THE quality of water in Fiji is under the spotlight following surveys by international experts that show sanitation levels lagging behind countries on the African Continent.
Rotary Pacific Water chairman Warwick Pleass says water, sanitation and hygiene experts from the US were shaking their heads in disbelief at some of the tests they did a few weeks ago.
He said their tests showed that water quality in Fiji was actually worse than Uganda in Africa.
According to a 2013 United Nations study referenced by Mr Pleass, Pacific Island countries were equally worse or worst for sanitation and water.
"It's a scary statistic and not even close to achieving the Millennium Development Goal (MDG) in the area of water even though the world has achieved it a couple of years in advance on average but we are not even close to achieving it," he said.
"So we are dragging the world average down."
In the context of the Pacific, he said, we are far from achieving the MDGs for water and sanitation.
The Water Authority of Fiji said they were investing millions of dollars to upgrade and improve water services to meet water quality standards.
"The authority is continuously working towards improving drinking water and sanitation coverage and quality improvements in the urban and rural sectors," it said.
For rural sectors, WAF said they were doing water quality monitoring and improving on the quality by installing an Ecological Purification System (EPS) that removed turbidity and reduces micro levels to safe levels.
"Hence, the authority is working towards achieving the MDG."
WAF said the expected water quality for all treated water in urban areas fell within the Fiji National Drinking Water Quality (NDWQ) standards.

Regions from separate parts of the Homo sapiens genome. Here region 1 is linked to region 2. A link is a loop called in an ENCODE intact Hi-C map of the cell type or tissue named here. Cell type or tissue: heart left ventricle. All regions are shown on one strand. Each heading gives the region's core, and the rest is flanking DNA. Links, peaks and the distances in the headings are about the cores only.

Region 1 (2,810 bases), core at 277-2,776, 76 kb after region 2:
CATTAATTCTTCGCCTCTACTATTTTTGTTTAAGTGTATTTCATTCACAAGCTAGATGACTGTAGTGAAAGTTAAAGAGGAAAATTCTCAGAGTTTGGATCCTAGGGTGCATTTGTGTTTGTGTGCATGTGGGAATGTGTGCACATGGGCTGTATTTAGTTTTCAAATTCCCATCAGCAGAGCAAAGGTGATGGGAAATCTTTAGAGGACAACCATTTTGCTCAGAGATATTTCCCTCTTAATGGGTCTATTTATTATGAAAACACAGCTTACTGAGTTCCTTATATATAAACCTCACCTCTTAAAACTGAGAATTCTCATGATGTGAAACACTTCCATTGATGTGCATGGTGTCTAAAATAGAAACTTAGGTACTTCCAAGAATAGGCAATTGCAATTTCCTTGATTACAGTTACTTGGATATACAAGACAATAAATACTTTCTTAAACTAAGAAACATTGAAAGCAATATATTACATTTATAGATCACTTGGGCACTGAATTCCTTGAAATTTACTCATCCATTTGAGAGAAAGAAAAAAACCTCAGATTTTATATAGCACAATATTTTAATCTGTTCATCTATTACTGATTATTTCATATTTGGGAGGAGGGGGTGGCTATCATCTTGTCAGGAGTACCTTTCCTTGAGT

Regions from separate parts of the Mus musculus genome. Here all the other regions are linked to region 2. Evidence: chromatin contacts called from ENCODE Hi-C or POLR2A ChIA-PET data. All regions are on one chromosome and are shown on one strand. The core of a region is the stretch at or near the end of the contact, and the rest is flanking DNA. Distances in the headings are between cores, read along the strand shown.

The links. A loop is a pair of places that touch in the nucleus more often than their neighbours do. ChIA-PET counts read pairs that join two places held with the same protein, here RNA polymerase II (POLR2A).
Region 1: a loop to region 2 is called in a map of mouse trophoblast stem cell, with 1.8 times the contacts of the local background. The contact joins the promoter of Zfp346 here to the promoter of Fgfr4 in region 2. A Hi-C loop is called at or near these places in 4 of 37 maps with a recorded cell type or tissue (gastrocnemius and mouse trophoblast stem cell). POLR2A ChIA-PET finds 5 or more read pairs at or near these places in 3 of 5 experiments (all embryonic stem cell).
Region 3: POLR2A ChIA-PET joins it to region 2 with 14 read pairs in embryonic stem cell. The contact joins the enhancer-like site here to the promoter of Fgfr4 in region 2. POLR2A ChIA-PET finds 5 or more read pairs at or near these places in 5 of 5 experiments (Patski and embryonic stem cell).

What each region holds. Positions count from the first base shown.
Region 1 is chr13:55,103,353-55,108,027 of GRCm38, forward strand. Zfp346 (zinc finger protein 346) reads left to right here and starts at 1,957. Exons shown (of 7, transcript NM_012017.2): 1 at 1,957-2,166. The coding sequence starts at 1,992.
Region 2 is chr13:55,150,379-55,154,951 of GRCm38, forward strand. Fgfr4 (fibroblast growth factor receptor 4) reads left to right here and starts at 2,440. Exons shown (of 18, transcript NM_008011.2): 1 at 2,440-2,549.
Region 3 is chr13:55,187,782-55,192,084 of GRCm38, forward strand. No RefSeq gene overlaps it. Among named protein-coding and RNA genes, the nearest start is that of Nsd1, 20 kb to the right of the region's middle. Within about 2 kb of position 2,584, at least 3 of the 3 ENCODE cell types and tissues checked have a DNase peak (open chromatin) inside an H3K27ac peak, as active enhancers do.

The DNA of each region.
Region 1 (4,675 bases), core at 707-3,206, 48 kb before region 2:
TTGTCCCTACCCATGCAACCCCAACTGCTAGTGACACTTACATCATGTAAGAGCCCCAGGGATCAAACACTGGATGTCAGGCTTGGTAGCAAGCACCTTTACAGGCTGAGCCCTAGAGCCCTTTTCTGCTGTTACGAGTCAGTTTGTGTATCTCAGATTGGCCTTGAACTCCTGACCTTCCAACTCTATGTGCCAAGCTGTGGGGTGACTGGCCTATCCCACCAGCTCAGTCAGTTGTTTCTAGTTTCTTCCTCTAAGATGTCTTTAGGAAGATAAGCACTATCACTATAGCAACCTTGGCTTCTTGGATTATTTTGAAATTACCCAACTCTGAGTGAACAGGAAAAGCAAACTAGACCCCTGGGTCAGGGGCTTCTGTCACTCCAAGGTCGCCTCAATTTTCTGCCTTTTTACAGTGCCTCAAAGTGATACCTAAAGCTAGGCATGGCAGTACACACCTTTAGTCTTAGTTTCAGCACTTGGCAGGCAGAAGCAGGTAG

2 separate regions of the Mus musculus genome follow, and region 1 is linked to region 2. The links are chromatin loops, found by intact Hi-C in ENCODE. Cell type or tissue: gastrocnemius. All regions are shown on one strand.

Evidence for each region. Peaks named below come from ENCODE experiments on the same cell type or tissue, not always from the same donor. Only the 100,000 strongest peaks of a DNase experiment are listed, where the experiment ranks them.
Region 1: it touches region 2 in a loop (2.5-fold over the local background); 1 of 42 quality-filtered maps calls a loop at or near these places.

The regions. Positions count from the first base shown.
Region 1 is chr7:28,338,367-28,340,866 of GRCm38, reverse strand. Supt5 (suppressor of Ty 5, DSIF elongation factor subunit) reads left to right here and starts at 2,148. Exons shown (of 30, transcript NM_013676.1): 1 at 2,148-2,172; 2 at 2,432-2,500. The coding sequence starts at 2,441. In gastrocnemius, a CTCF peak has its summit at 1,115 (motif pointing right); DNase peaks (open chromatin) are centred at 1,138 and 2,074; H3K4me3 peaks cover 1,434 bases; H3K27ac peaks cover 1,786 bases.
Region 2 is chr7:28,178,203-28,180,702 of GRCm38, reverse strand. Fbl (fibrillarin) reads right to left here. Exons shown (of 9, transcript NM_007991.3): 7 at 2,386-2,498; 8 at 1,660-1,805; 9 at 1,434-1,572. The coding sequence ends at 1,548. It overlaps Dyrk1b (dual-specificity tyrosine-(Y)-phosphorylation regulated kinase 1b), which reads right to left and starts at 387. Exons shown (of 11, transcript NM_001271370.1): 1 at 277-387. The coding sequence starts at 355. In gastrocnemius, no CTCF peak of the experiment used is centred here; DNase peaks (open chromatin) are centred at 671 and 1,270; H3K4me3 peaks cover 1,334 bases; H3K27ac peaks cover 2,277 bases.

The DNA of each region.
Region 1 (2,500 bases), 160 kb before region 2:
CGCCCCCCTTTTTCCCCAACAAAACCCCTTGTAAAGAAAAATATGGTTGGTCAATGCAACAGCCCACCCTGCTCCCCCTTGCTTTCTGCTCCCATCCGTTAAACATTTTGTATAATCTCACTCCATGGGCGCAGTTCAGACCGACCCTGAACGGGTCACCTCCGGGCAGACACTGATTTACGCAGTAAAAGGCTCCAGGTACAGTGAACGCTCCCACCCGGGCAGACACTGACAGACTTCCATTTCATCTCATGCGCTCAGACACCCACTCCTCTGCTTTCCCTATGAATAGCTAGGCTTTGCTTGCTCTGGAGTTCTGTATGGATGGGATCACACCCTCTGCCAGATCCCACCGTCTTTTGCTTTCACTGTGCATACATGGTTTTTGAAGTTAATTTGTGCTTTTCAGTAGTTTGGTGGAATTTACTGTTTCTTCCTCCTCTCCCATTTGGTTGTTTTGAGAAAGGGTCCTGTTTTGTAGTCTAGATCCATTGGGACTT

"The research study must be considered separately for rural and urban sectors to be more precise for Fiji stats. For other Pacific Islands NWQL (National Water Quality Laboratory) will not be able to comment on this due to lack of data on the Pacific."
It said water quality monitoring was carried out as per the World Health Organization guideline/Fiji National Drinking Water Quality Standards for compliance monitoring.
The Health Ministry said quality of water would always be an issue, especially in the rural areas of the country where treatment was not part of the system.
"Please be reminded that only those systems within the WAF reticulated system are treated and these meet the national drinking water standards. As mentioned above any water not treated will always be considered unsafe.
"As for water quality, please remember that unless treated, water will always be termed as not safe for human consumption."
With the standards of E.coli and coliforms at 0 mg/l, the ministry said treatment was the only way that the standards could be adhered to.
"To ensure safe water is a tremendous task and will require the co-operation of many stakeholders and the policies and regulations to back it up."
The UNICEF report titled A Snapshot of Water and Sanitation in the Pacific, 2013 Sub-regional Analysis and Update, states sanitation coverage is at 87 per cent while water coverage was at 96 per cent in Fiji.
It said government had been putting together policies and regulations that still needed to be endorsed.
The ministry said Fiji has met the MDG and passed the 50 per cent mark for accessibility and safety as stated in the report.
In the report, it shows without counting Papua New Guinea, the Pacific is on track to meeting the MDGs.